Inheritance Taxes on Jointly Owned Bank Accounts

Joint bank accounts don't go through probate. If you co-own an account, say with your parent, spouse or business partner, her death gives you automatic full ownership of the account. Bypassing probate does not give you a free pass on taxes, however. When you inherit your co-owner's money, you may have to pay inheritance tax.

Joint Ownership

A joint bank account is co-owned by two or more people. Depending how the account is set up, the owners may have to make withdrawals and other decisions together, or each owner can withdraw individually. Power over the account has nothing to do with who contributed the money. If your parent puts your name on his account to help him manage his money, all the money becomes yours when he dies, even if you didn't put any money in.

Dividing Up

As far as your state's tax collectors are concerned, you and your co-owners each own an equal share of the money. For example, if you and your mother have a $12,000 joint account, you have $6,000 each. When she dies, you inherit $6,000. If you're the one who put all the money in the account, that makes no difference. Legally, when she dies, you still have a $6,000 inheritance, even though it's your money.

Inheritance Tax

As of 2013, only seven states charge inheritance tax: Indiana, Iowa, Kentucky, Maryland, Nebraska, New Jersey, Pennsylvania. If you live in one of those states, or the deceased co-owner did, your inheritance may be subject to the tax. The tax bite depends on your relationship with the deceased. Spouses don't pay any inheritance tax, and some states also waive the tax for sons and daughters. If the co-owner is a friend or business partner, you take the full hit.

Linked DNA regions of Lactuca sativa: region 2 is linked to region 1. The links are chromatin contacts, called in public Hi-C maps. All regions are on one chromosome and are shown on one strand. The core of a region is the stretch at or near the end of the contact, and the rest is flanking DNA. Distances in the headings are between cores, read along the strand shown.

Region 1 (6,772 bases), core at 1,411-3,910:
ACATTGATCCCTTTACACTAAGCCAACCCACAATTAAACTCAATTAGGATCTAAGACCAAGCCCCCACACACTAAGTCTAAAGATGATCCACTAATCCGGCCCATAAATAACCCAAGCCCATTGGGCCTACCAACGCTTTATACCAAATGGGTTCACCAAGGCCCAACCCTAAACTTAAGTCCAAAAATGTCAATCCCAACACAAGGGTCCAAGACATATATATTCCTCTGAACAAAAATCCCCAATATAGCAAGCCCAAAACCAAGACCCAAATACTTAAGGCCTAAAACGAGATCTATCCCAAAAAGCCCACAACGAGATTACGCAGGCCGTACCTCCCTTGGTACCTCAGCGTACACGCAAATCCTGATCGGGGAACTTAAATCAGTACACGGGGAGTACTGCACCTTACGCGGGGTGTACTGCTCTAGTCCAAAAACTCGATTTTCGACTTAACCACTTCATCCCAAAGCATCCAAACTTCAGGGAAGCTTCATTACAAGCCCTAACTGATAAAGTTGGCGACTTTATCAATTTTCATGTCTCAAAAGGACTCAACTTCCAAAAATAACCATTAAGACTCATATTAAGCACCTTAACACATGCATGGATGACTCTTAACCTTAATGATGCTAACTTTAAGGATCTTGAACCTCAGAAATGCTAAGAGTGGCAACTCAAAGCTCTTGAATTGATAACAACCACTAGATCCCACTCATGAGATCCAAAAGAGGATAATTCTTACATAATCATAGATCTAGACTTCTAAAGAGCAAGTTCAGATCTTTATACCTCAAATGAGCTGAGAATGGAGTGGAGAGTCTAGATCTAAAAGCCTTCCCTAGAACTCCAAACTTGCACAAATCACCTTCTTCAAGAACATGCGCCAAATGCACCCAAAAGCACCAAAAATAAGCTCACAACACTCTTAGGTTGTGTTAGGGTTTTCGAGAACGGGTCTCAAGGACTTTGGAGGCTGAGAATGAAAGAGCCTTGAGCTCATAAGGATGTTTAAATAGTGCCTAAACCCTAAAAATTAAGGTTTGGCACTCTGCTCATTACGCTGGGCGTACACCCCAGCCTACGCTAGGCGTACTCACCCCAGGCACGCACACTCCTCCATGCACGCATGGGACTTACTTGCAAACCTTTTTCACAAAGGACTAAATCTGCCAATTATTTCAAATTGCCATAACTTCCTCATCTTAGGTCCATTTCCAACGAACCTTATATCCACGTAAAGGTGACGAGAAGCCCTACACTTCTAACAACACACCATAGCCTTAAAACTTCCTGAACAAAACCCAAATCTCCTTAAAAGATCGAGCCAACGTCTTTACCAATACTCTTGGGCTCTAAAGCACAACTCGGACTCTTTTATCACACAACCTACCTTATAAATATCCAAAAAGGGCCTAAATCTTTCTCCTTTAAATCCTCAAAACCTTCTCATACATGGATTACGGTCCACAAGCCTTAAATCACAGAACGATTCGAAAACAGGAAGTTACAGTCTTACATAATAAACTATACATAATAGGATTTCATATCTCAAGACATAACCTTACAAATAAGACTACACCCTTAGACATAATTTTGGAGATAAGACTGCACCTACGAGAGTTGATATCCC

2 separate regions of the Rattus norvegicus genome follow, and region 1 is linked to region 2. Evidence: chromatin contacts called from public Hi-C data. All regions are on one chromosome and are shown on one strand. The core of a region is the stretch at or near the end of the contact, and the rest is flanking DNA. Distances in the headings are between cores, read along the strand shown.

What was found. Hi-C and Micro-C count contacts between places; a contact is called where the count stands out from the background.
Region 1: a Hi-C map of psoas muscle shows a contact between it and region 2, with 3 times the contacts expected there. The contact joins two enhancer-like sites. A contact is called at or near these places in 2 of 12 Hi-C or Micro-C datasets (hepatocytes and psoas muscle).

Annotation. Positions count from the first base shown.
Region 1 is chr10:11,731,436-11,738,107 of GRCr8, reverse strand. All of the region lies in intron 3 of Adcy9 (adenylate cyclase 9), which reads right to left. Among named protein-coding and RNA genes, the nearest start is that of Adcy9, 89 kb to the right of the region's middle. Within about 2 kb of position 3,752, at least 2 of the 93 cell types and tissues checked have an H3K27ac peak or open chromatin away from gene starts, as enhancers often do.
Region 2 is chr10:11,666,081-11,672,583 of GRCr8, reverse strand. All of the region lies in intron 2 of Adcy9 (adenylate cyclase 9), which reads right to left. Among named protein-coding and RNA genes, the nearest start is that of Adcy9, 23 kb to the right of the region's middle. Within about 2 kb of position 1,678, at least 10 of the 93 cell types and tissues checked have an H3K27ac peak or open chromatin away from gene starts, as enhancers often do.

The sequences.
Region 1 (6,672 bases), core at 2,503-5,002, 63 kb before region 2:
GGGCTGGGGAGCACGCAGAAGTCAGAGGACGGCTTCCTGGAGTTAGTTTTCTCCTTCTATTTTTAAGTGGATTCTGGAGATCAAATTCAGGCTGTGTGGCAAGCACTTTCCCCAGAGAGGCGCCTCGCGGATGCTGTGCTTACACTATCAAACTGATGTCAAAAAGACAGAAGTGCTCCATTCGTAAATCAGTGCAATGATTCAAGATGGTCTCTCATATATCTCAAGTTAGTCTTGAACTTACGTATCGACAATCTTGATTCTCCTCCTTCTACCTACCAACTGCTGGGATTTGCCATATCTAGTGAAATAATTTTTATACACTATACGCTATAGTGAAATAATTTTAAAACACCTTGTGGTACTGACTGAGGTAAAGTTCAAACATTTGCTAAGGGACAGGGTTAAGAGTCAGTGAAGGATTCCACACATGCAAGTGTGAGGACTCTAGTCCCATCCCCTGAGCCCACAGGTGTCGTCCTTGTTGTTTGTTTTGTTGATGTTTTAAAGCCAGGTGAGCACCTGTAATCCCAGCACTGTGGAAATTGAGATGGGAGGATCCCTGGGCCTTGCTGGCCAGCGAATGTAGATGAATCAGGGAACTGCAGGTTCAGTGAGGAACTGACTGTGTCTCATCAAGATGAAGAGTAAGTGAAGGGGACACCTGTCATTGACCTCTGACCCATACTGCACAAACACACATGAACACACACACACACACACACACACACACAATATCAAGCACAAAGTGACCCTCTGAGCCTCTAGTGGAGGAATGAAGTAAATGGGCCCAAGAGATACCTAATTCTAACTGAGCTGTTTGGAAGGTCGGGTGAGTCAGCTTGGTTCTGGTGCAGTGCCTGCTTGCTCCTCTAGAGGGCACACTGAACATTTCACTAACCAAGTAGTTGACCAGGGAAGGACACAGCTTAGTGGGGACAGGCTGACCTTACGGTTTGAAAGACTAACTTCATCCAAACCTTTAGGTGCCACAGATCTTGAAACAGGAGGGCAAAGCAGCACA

Paying the Tax

If you're staring at an inheritance tax bill, it may comfort you to know that you don't do the paperwork. The deceased's executor handles taxes on the estate assets including inheritance tax. If, say, you and the deceased had a third owner on the account, that simplifies things: the executor only submits one return for both of your tax bills. If there's estate tax due on the account, the executor handles that too. (ref3)

About the Author

A graduate of Oberlin College, Fraser Sherman began writing in 1981. Since then he's researched and written newspaper and magazine stories on city government, court cases, business, real estate and finance, the uses of new technologies and film history. Sherman has worked for more than a decade as a newspaper reporter, and his magazine articles have been published in "Newsweek," "Air & Space," "Backpacker" and "Boys' Life." Sherman is also the author of three film reference books, with a fourth currently under way.

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